By Dmitri Slepovitch
On the Yiddish Song of the Week blog, Dmitri Slepovitch writes about "Ikh vel nit ganvenen" ("I Will Not Steal"), a song he recorded in his native Belarus:
I recorded "Ikh vel nit ganvenen" ("I Will Not Steal") in Mogilev, Belarus, from Sterna Gorodetskaya, born in 1946 into the only Jewish family that got reunited after the war in the village of Komintern, a Mogilev suburb.
Sterna is also the aunt of Yuri Gorodetsky, a young opera singer who was for while involved performing Yiddish songs and cantorial pieces in Minsk, taking part in Jewish cultural revivalist movement there.
It was amazing to hear this song from a person of Sterna's generation. She sang the song to me in memory of her mother, and that was the first time she performed it since she was a child.
To realize why it is so unique in that context, it is important to mention that unlike Moldova or Ukraine where the Jewish tradition was preserved to a considerable extent throughout Soviet times, Belarus saw a much more powerful wave of assimilation, including the loss of the Yiddish language, in the post-war era. Most of the songs sung to us in the course of our fieldwork had been hidden in people's memory for decades.
The song itself adds to a number of other "thief's songs." Chaim Kotylanski included two similar songs in his book, "Folks-Gezangen as Interpreted by Chaim Kotylanski," Los Angeles, 1944. The lyrics of one, "Nisht ganvenen nor nemen," resemble Sterna Gorodetskaya's version in the chorus (compare: "Kholile nisht ganvenen, nor nemen, nor nemen"), though it employs a dance-like or march-like melody set in a major key. The other song, "Kh'vel shoyn mer nisht ganvenen," is closer melodically to Sterna's, as both are set in the natural minor. In "Pearls of Yiddish Song" published by Chana and Yosl Mlotek there is yet another variant of "Kh'vel shoyn mer nit ganvenen."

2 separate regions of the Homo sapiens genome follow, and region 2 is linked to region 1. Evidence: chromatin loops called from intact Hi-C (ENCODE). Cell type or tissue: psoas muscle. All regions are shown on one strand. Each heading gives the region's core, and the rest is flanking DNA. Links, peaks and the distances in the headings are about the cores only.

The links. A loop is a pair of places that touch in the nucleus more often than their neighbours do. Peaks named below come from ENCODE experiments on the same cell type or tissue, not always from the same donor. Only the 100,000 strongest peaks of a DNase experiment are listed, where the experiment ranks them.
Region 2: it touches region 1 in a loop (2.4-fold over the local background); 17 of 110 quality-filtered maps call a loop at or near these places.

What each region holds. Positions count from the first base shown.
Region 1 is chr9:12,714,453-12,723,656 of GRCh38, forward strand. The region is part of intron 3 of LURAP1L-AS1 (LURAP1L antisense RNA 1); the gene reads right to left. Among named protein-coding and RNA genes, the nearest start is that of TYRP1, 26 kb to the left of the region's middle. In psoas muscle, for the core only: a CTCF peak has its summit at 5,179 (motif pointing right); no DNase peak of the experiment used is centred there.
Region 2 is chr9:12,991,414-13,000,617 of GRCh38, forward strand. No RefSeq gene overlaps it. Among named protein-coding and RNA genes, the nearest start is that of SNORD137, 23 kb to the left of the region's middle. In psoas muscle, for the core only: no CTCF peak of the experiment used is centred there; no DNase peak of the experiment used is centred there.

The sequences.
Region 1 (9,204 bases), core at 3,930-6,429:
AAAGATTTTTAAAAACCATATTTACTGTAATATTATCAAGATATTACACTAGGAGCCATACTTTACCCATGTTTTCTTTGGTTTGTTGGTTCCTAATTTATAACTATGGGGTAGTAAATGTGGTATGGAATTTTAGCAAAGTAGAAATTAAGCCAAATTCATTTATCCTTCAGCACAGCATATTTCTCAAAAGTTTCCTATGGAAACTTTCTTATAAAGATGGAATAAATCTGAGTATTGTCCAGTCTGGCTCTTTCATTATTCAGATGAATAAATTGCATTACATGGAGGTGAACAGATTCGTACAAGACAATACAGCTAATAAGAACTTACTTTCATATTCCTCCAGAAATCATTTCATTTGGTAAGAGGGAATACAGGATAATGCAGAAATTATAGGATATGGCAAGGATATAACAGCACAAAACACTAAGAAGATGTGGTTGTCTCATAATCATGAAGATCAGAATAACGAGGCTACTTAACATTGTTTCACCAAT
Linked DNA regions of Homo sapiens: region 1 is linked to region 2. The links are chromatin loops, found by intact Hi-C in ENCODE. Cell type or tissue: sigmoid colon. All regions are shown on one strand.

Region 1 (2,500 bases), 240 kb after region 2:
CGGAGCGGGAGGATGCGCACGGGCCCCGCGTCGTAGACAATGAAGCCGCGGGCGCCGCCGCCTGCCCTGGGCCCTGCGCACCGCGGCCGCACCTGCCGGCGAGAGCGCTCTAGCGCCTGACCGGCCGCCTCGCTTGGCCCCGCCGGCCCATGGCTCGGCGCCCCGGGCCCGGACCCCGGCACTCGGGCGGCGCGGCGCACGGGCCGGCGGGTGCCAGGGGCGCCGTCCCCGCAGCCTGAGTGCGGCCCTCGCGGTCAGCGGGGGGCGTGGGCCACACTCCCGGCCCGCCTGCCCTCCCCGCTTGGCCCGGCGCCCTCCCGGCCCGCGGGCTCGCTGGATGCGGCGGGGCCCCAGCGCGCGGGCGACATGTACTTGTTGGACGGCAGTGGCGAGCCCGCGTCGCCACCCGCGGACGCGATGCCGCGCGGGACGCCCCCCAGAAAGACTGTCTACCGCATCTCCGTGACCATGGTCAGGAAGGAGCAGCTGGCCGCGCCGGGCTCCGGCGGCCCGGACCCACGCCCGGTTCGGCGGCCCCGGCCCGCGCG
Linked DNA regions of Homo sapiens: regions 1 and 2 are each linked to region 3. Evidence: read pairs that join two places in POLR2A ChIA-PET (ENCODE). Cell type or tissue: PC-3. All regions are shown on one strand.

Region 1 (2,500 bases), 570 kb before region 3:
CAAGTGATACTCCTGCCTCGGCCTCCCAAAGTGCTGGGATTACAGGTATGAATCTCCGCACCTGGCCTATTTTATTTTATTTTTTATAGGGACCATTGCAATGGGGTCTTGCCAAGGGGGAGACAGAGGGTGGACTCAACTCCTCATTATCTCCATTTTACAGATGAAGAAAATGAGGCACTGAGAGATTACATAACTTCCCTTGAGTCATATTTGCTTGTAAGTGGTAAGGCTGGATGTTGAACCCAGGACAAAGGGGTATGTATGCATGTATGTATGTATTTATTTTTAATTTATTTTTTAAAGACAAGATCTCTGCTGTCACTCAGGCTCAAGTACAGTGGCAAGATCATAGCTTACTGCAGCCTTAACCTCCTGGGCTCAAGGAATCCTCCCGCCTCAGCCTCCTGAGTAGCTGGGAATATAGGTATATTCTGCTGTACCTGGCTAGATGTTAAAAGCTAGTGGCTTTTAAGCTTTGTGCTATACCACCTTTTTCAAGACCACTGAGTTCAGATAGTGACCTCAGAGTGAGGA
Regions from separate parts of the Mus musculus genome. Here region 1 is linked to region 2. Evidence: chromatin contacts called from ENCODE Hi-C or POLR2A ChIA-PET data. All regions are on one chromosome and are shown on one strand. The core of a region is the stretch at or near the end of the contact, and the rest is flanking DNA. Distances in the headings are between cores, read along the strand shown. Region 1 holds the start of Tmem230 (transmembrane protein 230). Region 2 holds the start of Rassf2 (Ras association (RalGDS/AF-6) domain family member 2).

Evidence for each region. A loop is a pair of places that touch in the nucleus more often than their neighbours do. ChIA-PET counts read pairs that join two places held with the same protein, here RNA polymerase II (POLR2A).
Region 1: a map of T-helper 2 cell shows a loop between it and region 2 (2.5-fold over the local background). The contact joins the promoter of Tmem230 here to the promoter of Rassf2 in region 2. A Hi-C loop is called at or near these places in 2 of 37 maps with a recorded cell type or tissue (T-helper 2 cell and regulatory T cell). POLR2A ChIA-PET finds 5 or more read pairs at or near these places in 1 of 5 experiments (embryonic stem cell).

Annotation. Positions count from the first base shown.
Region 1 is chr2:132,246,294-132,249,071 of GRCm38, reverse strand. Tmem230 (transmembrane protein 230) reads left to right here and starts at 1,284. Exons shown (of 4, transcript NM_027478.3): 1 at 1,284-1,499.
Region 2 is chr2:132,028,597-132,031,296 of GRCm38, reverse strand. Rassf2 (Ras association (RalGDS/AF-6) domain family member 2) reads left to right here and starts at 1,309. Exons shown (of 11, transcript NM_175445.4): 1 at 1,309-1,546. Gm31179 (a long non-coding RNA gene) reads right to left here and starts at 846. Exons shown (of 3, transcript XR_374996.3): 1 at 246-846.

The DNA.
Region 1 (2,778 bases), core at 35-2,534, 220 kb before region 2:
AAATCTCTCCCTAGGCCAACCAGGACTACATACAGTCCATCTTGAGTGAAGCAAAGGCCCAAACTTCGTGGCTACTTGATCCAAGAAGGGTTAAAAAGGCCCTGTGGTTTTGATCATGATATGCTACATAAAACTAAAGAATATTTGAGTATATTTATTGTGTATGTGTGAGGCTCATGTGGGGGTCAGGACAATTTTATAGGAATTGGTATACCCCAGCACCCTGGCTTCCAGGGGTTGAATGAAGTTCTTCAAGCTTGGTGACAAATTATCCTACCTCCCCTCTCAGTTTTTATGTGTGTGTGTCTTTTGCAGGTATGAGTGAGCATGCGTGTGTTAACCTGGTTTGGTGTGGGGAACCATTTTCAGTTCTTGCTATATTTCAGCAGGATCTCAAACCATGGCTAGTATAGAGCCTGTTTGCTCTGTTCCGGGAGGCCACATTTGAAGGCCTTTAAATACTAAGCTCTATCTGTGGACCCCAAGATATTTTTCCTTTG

My trip to Mogilev in January 2008 was the first one to follow the untimely death of Nina Stepanskaya (1954-2007), my professor and colleague with whom I collaborated over a decade on the Litvak music culture research in Belarus. Like Sterna Gorodetskaya who sang this song in memory of her mother, I would like this posting to be a tribute to and a small sign of appreciation of Nina's invaluable input into Jewish music studies.